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Can these methods really help predict your baby’s gender? Get the scoop here

Find out if these baby gender predictors are accurate

A couple holding a gender reveal balloon
aprilante / Shutterstock

Having a baby is one of the most exciting times in a person’s life and one that involves making a lot of decisions. Before you even get pregnant, you may have already decided if you’re going to find out the sex of your baby or let it be a surprise. Some people want to know in advance so they can plan accordingly, while others are happy to wait until the baby arrives to find out if they are having a boy or a girl.

Regardless of how you feel about the subject of baby gender predictors, people are going to share their opinions on whether you’re having a boy or a girl, and the reasons for those opinions! So can those old wives’ tales and different methods of gender predicting really help tell you your baby’s sex? Maybe, or maybe not! Let’s explore the different ways to determine a baby’s gender.

Pregnant woman at doctor's office looking at an ultrasound
Karl Tapales / Getty Images


When it comes to determining the sex of your unborn baby, the ultrasound is the gold standard. Throughout any person’s pregnancy, they will undergo a series of ultrasounds to ensure the baby is growing accordingly, and an ultrasound technician can typically determine the baby’s sex during an anatomy scan anywhere between 18 and 22 weeks of pregnancy.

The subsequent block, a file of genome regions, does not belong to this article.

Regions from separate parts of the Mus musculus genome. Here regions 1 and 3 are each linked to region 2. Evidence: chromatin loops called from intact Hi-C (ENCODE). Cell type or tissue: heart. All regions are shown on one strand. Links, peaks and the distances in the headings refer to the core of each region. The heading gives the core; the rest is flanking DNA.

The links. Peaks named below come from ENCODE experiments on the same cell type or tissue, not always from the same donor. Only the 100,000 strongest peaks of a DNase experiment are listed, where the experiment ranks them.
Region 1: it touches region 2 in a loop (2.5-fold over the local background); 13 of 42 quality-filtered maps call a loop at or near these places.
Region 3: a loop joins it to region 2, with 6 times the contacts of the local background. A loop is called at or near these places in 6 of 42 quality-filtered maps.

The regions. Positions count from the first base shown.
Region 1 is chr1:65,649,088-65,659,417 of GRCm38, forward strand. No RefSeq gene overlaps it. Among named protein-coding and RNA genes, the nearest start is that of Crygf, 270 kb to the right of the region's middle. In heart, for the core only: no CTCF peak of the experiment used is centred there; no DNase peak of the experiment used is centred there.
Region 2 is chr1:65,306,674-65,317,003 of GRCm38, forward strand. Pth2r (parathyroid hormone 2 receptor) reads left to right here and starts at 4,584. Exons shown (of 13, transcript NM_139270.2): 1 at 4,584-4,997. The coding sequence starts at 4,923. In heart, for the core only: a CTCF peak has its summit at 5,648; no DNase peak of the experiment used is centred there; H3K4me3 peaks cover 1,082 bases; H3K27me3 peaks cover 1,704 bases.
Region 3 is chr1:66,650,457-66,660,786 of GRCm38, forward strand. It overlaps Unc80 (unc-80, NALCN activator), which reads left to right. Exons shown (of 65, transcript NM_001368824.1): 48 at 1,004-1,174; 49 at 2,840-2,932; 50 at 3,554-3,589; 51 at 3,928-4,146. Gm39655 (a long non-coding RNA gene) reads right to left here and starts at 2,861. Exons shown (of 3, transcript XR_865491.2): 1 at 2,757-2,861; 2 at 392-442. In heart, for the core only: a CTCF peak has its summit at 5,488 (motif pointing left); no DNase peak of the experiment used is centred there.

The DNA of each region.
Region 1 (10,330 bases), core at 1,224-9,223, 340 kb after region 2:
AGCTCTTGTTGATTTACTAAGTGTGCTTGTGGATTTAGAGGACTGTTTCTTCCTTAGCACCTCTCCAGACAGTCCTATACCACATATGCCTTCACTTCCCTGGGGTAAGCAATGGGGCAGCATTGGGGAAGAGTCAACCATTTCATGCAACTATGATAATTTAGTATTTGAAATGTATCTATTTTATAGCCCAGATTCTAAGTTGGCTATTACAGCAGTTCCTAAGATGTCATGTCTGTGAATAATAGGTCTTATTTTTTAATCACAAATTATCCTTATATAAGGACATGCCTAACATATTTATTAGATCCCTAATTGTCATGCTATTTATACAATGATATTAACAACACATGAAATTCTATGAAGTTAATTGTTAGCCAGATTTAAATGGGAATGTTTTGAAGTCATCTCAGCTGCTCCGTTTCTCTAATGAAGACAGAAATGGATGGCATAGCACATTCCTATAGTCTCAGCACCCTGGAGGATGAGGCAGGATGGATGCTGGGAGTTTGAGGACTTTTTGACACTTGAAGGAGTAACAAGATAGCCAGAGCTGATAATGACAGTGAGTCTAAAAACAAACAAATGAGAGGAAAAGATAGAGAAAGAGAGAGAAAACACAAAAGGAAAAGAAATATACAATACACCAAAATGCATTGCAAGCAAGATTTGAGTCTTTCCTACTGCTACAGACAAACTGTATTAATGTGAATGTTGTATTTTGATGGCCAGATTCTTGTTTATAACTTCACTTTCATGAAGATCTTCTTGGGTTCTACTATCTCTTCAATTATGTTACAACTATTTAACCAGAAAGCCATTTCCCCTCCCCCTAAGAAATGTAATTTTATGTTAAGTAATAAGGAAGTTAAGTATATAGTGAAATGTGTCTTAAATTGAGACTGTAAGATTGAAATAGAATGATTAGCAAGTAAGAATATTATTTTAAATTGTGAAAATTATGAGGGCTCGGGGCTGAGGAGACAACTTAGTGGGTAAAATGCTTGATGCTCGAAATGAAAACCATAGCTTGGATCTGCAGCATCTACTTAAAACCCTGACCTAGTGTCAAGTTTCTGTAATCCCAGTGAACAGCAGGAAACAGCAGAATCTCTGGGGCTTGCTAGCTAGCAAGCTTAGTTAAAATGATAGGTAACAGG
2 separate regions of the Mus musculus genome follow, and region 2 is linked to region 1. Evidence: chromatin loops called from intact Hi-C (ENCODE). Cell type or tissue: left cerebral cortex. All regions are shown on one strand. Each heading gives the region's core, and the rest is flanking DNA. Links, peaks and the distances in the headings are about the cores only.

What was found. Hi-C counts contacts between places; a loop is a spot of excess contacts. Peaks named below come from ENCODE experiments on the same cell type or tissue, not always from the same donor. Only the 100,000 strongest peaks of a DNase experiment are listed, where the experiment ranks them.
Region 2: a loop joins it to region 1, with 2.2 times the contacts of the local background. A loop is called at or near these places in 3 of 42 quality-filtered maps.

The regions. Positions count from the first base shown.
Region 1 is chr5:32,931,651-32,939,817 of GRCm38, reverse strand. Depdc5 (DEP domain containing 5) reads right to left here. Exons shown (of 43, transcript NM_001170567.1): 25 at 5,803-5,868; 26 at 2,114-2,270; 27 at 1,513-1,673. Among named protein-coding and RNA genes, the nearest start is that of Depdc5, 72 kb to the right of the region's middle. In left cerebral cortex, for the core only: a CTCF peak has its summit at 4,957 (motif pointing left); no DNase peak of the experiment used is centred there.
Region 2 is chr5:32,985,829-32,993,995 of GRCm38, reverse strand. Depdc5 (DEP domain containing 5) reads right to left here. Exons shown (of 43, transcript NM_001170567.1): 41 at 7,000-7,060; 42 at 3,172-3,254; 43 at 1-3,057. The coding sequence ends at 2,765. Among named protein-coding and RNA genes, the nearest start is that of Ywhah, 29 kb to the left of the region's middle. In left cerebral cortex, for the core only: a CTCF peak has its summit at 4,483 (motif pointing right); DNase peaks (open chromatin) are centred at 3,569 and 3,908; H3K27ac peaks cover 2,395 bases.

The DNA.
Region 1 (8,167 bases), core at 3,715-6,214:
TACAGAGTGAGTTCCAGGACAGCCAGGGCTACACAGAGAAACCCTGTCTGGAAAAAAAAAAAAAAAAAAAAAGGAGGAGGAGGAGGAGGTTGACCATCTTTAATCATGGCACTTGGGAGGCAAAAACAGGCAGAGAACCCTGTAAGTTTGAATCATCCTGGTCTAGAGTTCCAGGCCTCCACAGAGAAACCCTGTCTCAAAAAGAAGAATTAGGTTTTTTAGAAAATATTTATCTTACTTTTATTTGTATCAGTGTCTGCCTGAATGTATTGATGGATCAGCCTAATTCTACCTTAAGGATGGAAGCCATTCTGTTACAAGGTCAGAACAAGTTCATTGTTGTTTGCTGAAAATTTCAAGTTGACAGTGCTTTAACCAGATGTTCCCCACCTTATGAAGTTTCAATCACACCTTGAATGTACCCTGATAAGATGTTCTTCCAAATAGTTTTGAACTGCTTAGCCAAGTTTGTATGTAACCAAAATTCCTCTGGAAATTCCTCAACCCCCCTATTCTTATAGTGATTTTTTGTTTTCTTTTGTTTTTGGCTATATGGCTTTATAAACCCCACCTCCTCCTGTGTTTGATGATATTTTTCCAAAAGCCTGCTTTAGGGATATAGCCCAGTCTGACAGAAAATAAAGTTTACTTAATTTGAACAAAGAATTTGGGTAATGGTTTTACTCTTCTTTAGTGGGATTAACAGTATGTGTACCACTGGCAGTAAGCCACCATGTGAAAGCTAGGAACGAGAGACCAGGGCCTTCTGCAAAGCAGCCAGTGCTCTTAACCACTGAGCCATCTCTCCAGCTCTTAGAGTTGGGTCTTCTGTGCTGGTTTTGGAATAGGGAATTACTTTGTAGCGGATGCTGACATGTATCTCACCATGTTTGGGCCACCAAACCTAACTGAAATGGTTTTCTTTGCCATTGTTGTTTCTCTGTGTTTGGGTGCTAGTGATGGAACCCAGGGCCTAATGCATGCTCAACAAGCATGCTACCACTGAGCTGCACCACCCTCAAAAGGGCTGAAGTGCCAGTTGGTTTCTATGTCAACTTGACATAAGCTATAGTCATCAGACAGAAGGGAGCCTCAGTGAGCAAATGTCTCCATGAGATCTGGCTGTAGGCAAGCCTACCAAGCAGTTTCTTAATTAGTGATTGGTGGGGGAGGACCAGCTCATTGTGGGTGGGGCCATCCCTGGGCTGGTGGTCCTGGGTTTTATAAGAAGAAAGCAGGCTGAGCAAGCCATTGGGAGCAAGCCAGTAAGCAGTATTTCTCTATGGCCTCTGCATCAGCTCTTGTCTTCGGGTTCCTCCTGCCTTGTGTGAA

According to WebMD, an ultrasound can predict the baby’s sex as early as 11 weeks gestation, but those results will only be about 70% accurate. Although studies show a 100% accuracy rate for sex determination after 14 weeks gestation, variables such as the skill of the sonographer and the position of the baby can sometimes result in errors. However, if you’re determined to know your baby’s sex before they’re born, an ultrasound is the most accurate gender predictor method.

Couple holding boy or girl card
sashamolly / Shutterstock

Chinese Gender Chart

For those who don’t really want to know the sex of their baby, but still want to have some fun speculating whether they’re carrying a boy or a girl, or for those who simply can’t wait for their 20-week ultrasound, there’s the Chinese Gender Chart. Legend has it that the Chinese Gender Calendar was discovered more than 700 years ago, buried in a royal tomb.

This chart takes the age of the mother at conception as well as the baby’s due date and converts them to dates on the Chinese lunar calendar to determine the baby’s sex. While there is no actual data to show how accurate the Chinese Gender Chart is, it’s harmless fun. If you want to give the chart a try, you can try this one on What to Expect’s website.

Gender reveal party
Image used with permission by copyright holder

Pendulum predictor test

The pendulum predictor test, often referred to as the ring test, is another method many swear by when it comes to predicting the sex of an unborn baby. You take the pregnant person’s wedding ring, or any other ring of importance, and hang it on a string or strand of the pregnant person’s hair.

The expectant person can be lying down or sitting as someone holds the string over their belly, usually only about an inch or so above. The ring must be still at the beginning of the test, and lore states that if the ring begins to move in a straight line, a boy is on the way. If the ring starts to circle the womb, that means the baby is a girl. Of course, there’s no scientific basis for this test, but it can be a fun exercise that causes no harm.